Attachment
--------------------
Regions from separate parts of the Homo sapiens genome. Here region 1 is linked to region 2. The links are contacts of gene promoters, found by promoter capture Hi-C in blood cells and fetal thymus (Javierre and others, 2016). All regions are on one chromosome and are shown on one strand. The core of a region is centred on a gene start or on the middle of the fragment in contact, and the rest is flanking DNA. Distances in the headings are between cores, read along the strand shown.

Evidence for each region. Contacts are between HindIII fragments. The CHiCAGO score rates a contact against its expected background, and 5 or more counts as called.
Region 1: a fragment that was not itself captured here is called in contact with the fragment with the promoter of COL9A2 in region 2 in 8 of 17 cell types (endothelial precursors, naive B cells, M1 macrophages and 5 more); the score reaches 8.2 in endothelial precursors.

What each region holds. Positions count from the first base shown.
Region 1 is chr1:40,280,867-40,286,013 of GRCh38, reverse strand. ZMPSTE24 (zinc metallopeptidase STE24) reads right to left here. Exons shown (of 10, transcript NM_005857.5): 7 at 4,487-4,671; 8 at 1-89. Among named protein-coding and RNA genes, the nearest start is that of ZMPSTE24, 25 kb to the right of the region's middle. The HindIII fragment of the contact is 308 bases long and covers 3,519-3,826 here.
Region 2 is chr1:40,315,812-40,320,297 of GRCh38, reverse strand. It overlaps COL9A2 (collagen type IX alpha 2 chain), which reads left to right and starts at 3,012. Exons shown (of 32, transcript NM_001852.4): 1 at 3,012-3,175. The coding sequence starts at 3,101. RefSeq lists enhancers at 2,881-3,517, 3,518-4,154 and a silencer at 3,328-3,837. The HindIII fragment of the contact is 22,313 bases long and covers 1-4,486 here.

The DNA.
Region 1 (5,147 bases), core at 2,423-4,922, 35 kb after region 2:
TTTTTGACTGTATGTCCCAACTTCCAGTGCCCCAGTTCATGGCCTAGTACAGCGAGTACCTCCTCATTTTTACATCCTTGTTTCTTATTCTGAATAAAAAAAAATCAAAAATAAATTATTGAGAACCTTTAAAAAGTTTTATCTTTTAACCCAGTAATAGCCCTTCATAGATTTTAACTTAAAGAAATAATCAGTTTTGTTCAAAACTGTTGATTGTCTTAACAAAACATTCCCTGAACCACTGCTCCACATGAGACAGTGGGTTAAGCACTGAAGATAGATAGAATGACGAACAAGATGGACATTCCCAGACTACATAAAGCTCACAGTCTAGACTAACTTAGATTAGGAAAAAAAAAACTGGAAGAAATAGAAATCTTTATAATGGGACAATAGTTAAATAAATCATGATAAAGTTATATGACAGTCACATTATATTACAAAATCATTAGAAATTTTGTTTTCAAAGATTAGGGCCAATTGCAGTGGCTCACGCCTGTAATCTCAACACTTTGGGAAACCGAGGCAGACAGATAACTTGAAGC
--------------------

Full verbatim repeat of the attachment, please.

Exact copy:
Regions from separate parts of the Homo sapiens genome. Here region 1 is linked to region 2. The links are contacts of gene promoters, found by promoter capture Hi-C in blood cells and fetal thymus (Javierre and others, 2016). All regions are on one chromosome and are shown on one strand. The core of a region is centred on a gene start or on the middle of the fragment in contact, and the rest is flanking DNA. Distances in the headings are between cores, read along the strand shown.

Evidence for each region. Contacts are between HindIII fragments. The CHiCAGO score rates a contact against its expected background, and 5 or more counts as called.
Region 1: a fragment that was not itself captured here is called in contact with the fragment with the promoter of COL9A2 in region 2 in 8 of 17 cell types (endothelial precursors, naive B cells, M1 macrophages and 5 more); the score reaches 8.2 in endothelial precursors.

What each region holds. Positions count from the first base shown.
Region 1 is chr1:40,280,867-40,286,013 of GRCh38, reverse strand. ZMPSTE24 (zinc metallopeptidase STE24) reads right to left here. Exons shown (of 10, transcript NM_005857.5): 7 at 4,487-4,671; 8 at 1-89. Among named protein-coding and RNA genes, the nearest start is that of ZMPSTE24, 25 kb to the right of the region's middle. The HindIII fragment of the contact is 308 bases long and covers 3,519-3,826 here.
Region 2 is chr1:40,315,812-40,320,297 of GRCh38, reverse strand. It overlaps COL9A2 (collagen type IX alpha 2 chain), which reads left to right and starts at 3,012. Exons shown (of 32, transcript NM_001852.4): 1 at 3,012-3,175. The coding sequence starts at 3,101. RefSeq lists enhancers at 2,881-3,517, 3,518-4,154 and a silencer at 3,328-3,837. The HindIII fragment of the contact is 22,313 bases long and covers 1-4,486 here.

The DNA.
Region 1 (5,147 bases), core at 2,423-4,922, 35 kb after region 2:
TTTTTGACTGTATGTCCCAACTTCCAGTGCCCCAGTTCATGGCCTAGTACAGCGAGTACCTCCTCATTTTTACATCCTTGTTTCTTATTCTGAATAAAAAAAAATCAAAAATAAATTATTGAGAACCTTTAAAAAGTTTTATCTTTTAACCCAGTAATAGCCCTTCATAGATTTTAACTTAAAGAAATAATCAGTTTTGTTCAAAACTGTTGATTGTCTTAACAAAACATTCCCTGAACCACTGCTCCACATGAGACAGTGGGTTAAGCACTGAAGATAGATAGAATGACGAACAAGATGGACATTCCCAGACTACATAAAGCTCACAGTCTAGACTAACTTAGATTAGGAAAAAAAAAACTGGAAGAAATAGAAATCTTTATAATGGGACAATAGTTAAATAAATCATGATAAAGTTATATGACAGTCACATTATATTACAAAATCATTAGAAATTTTGTTTTCAAAGATTAGGGCCAATTGCAGTGGCTCACGCCTGTAATCTCAACACTTTGGGAAACCGAGGCAGACAGATAACTTGAAGC